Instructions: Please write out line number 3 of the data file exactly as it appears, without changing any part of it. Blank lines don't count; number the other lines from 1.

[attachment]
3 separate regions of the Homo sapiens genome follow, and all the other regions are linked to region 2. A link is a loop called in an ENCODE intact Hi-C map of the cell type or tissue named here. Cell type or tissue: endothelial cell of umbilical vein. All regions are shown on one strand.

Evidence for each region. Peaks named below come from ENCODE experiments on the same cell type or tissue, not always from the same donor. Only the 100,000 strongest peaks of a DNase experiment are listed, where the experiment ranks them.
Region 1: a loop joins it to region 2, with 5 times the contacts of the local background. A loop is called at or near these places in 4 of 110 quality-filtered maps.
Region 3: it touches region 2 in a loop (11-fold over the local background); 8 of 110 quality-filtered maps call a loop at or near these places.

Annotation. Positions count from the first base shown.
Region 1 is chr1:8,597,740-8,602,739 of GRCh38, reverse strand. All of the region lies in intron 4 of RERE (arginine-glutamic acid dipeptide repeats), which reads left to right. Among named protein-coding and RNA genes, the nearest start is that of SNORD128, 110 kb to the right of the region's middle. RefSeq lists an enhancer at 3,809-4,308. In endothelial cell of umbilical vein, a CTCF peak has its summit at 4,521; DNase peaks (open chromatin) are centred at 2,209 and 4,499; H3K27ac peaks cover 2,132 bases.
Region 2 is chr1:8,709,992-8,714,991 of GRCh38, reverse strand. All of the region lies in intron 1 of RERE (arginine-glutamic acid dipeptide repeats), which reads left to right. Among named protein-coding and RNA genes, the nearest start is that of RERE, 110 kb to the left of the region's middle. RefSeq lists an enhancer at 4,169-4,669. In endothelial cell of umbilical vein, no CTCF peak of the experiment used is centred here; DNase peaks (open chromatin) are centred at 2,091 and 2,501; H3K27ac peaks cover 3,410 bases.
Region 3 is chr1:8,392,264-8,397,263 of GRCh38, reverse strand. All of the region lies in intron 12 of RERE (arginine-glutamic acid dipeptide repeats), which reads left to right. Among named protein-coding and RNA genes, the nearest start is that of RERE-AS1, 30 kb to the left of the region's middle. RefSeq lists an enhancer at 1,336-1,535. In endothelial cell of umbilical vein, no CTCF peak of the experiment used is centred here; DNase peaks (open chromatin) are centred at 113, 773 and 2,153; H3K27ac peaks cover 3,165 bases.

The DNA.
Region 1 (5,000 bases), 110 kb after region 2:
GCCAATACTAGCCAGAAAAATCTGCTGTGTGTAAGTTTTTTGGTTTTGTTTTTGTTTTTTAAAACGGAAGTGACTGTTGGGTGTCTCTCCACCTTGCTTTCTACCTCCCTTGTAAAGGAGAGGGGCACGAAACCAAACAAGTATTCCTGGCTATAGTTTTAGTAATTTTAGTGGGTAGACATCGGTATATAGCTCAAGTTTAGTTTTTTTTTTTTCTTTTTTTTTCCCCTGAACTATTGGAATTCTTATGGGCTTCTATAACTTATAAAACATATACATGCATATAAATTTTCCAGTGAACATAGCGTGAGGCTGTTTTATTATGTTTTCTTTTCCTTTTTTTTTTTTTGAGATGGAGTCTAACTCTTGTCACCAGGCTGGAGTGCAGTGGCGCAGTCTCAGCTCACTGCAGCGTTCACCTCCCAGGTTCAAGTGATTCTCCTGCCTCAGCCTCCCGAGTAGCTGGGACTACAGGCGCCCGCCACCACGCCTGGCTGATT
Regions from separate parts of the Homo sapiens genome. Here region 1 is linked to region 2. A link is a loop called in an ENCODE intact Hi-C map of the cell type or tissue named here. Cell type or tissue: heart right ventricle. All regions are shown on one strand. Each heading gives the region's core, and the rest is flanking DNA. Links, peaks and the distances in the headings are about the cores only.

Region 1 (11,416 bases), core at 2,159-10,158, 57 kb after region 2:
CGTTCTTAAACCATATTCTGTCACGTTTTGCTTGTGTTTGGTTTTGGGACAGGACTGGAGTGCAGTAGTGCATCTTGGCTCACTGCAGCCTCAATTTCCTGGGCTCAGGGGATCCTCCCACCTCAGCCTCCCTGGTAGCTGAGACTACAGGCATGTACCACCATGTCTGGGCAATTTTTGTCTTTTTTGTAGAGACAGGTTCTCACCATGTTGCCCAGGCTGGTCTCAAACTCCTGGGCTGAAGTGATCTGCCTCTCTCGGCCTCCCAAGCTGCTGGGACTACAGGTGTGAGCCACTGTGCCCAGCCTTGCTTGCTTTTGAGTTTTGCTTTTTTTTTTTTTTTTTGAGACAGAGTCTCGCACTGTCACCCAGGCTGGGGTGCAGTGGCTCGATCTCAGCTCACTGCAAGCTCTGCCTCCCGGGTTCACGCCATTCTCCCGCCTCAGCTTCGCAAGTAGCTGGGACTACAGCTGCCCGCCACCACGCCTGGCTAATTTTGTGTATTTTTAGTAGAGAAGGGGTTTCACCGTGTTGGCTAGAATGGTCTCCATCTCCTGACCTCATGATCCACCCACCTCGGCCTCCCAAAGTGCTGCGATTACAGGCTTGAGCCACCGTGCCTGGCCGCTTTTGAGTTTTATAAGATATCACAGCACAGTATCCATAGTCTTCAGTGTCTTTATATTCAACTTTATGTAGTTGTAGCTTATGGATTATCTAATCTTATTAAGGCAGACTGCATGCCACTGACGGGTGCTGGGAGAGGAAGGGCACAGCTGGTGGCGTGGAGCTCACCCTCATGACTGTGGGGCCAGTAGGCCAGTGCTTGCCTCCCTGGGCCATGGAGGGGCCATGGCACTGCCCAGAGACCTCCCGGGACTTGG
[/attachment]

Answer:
Region 1: a loop joins it to region 2, with 5 times the contacts of the local background. A loop is called at or near these places in 4 of 110 quality-filtered maps.